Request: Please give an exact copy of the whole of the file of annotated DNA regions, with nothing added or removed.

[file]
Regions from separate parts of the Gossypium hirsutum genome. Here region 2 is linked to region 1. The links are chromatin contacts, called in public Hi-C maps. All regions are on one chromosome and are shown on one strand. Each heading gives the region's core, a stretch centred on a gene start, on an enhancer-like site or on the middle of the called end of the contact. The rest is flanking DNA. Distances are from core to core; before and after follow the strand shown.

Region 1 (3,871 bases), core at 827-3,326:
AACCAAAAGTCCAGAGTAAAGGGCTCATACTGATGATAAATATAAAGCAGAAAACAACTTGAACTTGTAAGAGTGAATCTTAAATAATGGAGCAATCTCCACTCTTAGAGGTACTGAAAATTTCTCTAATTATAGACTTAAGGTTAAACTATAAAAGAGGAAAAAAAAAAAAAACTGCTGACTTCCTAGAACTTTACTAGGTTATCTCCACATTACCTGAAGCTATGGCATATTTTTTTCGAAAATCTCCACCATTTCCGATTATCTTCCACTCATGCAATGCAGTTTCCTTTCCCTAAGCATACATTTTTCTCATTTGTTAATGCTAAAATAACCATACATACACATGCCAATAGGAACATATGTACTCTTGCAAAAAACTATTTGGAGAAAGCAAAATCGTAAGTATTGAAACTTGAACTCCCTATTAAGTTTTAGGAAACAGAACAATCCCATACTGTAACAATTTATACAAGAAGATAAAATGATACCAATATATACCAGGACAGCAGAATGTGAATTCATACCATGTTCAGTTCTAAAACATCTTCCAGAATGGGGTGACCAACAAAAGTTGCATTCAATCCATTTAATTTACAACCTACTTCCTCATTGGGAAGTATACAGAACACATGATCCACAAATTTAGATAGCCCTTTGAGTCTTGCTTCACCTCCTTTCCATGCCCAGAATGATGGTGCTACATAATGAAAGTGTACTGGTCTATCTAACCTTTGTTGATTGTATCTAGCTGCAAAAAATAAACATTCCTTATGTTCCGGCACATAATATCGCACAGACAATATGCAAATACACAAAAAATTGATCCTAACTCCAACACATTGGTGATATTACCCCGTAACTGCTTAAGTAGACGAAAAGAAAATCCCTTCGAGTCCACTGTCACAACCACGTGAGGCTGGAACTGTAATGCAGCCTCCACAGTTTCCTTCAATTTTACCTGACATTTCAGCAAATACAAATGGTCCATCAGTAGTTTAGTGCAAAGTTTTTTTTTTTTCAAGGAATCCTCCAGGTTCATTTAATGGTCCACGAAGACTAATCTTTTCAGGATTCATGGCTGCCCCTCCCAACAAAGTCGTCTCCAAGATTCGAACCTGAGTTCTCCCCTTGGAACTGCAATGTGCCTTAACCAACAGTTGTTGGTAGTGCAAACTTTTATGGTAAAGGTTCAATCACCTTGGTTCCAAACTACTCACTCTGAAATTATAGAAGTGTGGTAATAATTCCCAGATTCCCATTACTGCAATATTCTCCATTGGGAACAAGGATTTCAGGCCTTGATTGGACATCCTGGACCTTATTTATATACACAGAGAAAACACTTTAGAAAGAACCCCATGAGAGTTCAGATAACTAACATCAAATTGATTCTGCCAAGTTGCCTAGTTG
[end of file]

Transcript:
Regions from separate parts of the Gossypium hirsutum genome. Here region 2 is linked to region 1. The links are chromatin contacts, called in public Hi-C maps. All regions are on one chromosome and are shown on one strand. Each heading gives the region's core, a stretch centred on a gene start, on an enhancer-like site or on the middle of the called end of the contact. The rest is flanking DNA. Distances are from core to core; before and after follow the strand shown.

Region 1 (3,871 bases), core at 827-3,326:
AACCAAAAGTCCAGAGTAAAGGGCTCATACTGATGATAAATATAAAGCAGAAAACAACTTGAACTTGTAAGAGTGAATCTTAAATAATGGAGCAATCTCCACTCTTAGAGGTACTGAAAATTTCTCTAATTATAGACTTAAGGTTAAACTATAAAAGAGGAAAAAAAAAAAAAACTGCTGACTTCCTAGAACTTTACTAGGTTATCTCCACATTACCTGAAGCTATGGCATATTTTTTTCGAAAATCTCCACCATTTCCGATTATCTTCCACTCATGCAATGCAGTTTCCTTTCCCTAAGCATACATTTTTCTCATTTGTTAATGCTAAAATAACCATACATACACATGCCAATAGGAACATATGTACTCTTGCAAAAAACTATTTGGAGAAAGCAAAATCGTAAGTATTGAAACTTGAACTCCCTATTAAGTTTTAGGAAACAGAACAATCCCATACTGTAACAATTTATACAAGAAGATAAAATGATACCAATATATACCAGGACAGCAGAATGTGAATTCATACCATGTTCAGTTCTAAAACATCTTCCAGAATGGGGTGACCAACAAAAGTTGCATTCAATCCATTTAATTTACAACCTACTTCCTCATTGGGAAGTATACAGAACACATGATCCACAAATTTAGATAGCCCTTTGAGTCTTGCTTCACCTCCTTTCCATGCCCAGAATGATGGTGCTACATAATGAAAGTGTACTGGTCTATCTAACCTTTGTTGATTGTATCTAGCTGCAAAAAATAAACATTCCTTATGTTCCGGCACATAATATCGCACAGACAATATGCAAATACACAAAAAATTGATCCTAACTCCAACACATTGGTGATATTACCCCGTAACTGCTTAAGTAGACGAAAAGAAAATCCCTTCGAGTCCACTGTCACAACCACGTGAGGCTGGAACTGTAATGCAGCCTCCACAGTTTCCTTCAATTTTACCTGACATTTCAGCAAATACAAATGGTCCATCAGTAGTTTAGTGCAAAGTTTTTTTTTTTTCAAGGAATCCTCCAGGTTCATTTAATGGTCCACGAAGACTAATCTTTTCAGGATTCATGGCTGCCCCTCCCAACAAAGTCGTCTCCAAGATTCGAACCTGAGTTCTCCCCTTGGAACTGCAATGTGCCTTAACCAACAGTTGTTGGTAGTGCAAACTTTTATGGTAAAGGTTCAATCACCTTGGTTCCAAACTACTCACTCTGAAATTATAGAAGTGTGGTAATAATTCCCAGATTCCCATTACTGCAATATTCTCCATTGGGAACAAGGATTTCAGGCCTTGATTGGACATCCTGGACCTTATTTATATACACAGAGAAAACACTTTAGAAAGAACCCCATGAGAGTTCAGATAACTAACATCAAATTGATTCTGCCAAGTTGCCTAGTTG